Brook Fan: If you want to get one of those wild brookies, as George Allen used to say, the future is NOW (although this weekend isn't shaping up too good, weather-wise). There are a couple of streams in the park that don't require much hiking where you can get some specs - just don't expect any monsters. One day I would like to try Raven Fork; that stream does require quite a hike, but it is larger and therefore holds some larger fish. Many years from now, after the restoration is complete, Lynn Camp might be a similar fishery. If you would like, email me at ijsouth@yahoo.com if you would like some streams and locations, etc.

http://i154.photobucket.com/albums/s243/ijsouth/IMGP0057-1.jpg
A living jewel

Fishermansfly
04-10-2008, 01:36 AM
On size! Byron has stated to many folks on many occassions that I recal, whether being in the shop or on the board. In fishing these past 5 or 6 years, on and off, in the park I've come to notice that on certain days, specifically the spring and summer, size normally isn't an issue!

Now consider that a vast majority of my time fishing is knee deep in a tailwater, I don't fish the smokies as often as I should. I will say that fishing a tailwater is a whole nother animal!!! Size is a definate, color is next, and shape can ruin your day! I've run into that problem many many times on a tailwater.

As far as the smokies are concerned, get close on the size, don't worry to much about the shape, and definately pick the right colors!!!!

I've never had any real success with the weenie...but I'll give you a great fly for brookies with some good overhanging tree's in the smokies...It's a Serendipity....It's a simple tie too! I would use a TMC5262 in about a size 14 maybe 16, brown thread, amber wire (SM), and then use some elk hair for the head.....Hook in vice, catch in your wire, tie to bend, build thread base, whip, wrap evenly upshank with wire, whip, tie in clump of elk (on top), whip twice, then cut the elk hair so that it hangs over about 1/4 of an inch from where you tied the hair in at....It is a killer pattern that duplicates a brown inch worm! I've personally seen brookies come from about 4' away and slam that fly the second it hit the water, it was some of the fastest fishing you had ever seen!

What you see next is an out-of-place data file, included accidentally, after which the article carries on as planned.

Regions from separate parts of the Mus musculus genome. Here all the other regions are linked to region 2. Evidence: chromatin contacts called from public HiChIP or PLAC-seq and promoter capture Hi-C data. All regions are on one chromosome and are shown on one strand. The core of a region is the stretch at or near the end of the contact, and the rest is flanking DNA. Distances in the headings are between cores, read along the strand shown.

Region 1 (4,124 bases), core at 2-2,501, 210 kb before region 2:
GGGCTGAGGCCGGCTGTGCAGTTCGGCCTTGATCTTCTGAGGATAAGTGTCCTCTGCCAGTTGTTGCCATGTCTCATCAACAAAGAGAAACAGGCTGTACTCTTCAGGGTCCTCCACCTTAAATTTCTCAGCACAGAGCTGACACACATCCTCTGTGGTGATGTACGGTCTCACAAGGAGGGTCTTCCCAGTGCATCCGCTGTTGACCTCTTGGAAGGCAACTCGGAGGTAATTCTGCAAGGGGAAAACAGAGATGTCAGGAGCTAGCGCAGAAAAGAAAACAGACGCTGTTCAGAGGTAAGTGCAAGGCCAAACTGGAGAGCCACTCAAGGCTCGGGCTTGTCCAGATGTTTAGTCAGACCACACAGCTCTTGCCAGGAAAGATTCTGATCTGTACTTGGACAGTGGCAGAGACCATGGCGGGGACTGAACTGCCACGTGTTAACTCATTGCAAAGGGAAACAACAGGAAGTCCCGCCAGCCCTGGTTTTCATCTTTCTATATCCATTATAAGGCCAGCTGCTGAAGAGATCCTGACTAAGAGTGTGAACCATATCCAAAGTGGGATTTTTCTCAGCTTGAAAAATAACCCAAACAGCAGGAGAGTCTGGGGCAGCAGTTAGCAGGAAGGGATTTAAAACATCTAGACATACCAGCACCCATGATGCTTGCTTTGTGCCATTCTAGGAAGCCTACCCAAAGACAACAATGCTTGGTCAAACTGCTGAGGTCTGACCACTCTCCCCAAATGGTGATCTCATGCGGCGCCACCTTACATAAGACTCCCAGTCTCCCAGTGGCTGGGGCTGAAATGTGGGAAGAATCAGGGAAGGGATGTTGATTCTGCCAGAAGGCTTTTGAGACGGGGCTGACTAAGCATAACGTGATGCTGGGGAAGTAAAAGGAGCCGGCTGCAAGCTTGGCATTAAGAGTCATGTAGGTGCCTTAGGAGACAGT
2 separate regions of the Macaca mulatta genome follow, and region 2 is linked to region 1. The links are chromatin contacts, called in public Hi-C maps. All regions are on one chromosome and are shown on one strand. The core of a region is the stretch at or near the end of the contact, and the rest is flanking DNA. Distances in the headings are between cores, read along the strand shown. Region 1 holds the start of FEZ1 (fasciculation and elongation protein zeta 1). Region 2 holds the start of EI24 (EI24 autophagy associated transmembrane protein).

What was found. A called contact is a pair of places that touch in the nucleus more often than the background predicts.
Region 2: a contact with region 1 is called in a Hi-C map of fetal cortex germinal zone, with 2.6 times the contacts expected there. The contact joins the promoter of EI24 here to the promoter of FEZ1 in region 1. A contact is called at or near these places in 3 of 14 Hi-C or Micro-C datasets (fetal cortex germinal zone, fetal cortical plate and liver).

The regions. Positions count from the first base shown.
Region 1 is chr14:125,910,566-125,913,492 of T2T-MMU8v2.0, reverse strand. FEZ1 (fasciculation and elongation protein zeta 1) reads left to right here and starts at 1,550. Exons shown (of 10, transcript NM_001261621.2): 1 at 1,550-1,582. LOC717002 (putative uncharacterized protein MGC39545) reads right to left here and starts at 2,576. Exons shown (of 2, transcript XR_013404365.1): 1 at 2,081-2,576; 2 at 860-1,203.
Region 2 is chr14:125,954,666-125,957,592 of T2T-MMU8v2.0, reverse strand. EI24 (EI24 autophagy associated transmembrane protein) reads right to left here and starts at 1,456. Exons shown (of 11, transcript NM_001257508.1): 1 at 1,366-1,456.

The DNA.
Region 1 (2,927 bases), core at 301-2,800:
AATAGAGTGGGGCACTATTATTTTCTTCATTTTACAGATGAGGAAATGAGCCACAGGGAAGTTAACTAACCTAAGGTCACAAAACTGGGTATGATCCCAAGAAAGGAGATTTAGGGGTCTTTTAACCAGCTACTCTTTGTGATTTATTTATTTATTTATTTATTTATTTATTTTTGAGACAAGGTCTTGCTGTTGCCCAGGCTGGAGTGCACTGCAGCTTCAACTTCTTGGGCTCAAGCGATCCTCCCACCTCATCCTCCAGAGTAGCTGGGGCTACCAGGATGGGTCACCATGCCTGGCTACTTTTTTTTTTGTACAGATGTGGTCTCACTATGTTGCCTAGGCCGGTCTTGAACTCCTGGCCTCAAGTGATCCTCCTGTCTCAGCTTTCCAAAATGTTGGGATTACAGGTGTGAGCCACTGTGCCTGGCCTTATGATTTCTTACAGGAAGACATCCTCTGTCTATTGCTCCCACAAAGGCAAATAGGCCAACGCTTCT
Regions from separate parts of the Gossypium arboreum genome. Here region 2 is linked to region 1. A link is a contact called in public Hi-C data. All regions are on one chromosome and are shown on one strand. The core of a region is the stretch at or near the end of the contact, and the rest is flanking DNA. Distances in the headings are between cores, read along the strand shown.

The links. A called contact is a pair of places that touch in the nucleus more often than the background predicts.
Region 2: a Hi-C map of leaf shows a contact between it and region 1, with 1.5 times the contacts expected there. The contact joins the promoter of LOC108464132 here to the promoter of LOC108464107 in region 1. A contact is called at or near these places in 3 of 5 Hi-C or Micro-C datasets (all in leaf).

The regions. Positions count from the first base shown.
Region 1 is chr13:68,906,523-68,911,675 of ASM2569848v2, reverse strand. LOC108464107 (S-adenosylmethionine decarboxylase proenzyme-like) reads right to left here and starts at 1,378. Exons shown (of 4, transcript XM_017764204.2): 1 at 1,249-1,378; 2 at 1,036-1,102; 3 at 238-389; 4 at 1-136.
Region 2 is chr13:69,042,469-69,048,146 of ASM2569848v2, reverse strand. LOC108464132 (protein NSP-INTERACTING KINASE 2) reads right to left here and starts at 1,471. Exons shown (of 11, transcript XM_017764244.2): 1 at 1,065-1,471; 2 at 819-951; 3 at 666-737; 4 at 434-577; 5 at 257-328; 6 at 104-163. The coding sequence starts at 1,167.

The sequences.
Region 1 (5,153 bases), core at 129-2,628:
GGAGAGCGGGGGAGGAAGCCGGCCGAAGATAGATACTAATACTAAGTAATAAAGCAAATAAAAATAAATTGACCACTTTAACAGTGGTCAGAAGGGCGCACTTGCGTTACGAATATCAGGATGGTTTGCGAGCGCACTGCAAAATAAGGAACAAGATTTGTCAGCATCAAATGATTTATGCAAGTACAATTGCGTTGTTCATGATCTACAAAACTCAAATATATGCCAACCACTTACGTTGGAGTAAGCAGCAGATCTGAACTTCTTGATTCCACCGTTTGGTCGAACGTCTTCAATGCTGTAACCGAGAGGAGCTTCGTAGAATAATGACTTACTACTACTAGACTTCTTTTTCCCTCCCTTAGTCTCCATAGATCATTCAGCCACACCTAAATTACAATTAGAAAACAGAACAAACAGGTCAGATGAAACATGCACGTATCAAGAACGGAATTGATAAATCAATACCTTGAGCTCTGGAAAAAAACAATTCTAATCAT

Now as for other patterns I'd reccoment....Spotlight yellow sally (Umpqua), yellow "rabbit dubbed" parachute 14's and 16's, para adams 12,14,16, Bufus slow water sally 14 and 16, bwo's 16 through 22's, madam x sulphur and adams 14 and 16, terrestrials...the power of the ant folks!, and of course one rediculously sized goldne stone fly...that is one hatch that makes me angry! I never have one in the box when needed!

Those in your fly box, should land you fish all summer long in the smokies!

~Brett

Oh, and a Doc's cork 14, 16, and a yellow humphy 14 16

Waterborn
04-10-2008, 08:29 AM
As always I'm the last to post about anything, but I have to say that while i think that most of the time you can get away with anything thunderhead or yellow caddis (as far as dries), i think there is this misconception that Smokies fish are 100% opprotunistic and non selective as a whole so size, shape, and color are a non issue....if that were true, then we'd all be posting pics of grip n' grins till storage ran out on LRO's server...
IMHO, fishing pocket water or faster riffle water can take generic, less particular patterns - those close enough for government patterns -most of the time and I'll even upsize a bug for clarity,but when fishing pools or clear slower water in the park or hatches, sometimes a more accurate pattern is warranted. I've fished several hatches i the park where shape, size, and color matter and it was comparable to fishing a tailwater as far as "technical" is concerned and while i carry a bulk of my "goto" generics , I keep a couple of carbon copies (tailwater caliber) flies in the box for those selective times...
As for small flies, I only break out the small stuff in the winter but even then there are LBC to keep my eyes from hurting when fishing dries...
And I have to pay homage the venerable GREEN WEENIE - ode to the power of the weenie (during the right season of course)...a few big brownies and a slew of specs that would vault out of the water to grabb this fly before it hit the water will change anyones mind...

Brook Fan
04-10-2008, 11:38 AM
Thanks ijsouth
I'll certainly take as much inof as you want to provide.
I'lll shot you an email today.

ijsouth
04-10-2008, 12:57 PM
Brook Fan:

Check your email.

Brook Fan
04-11-2008, 06:39 AM
Thanks for the info
My father in law and I have chose our target and hopefully on the 20th there will be some post of some beautiful wild trout.:smile: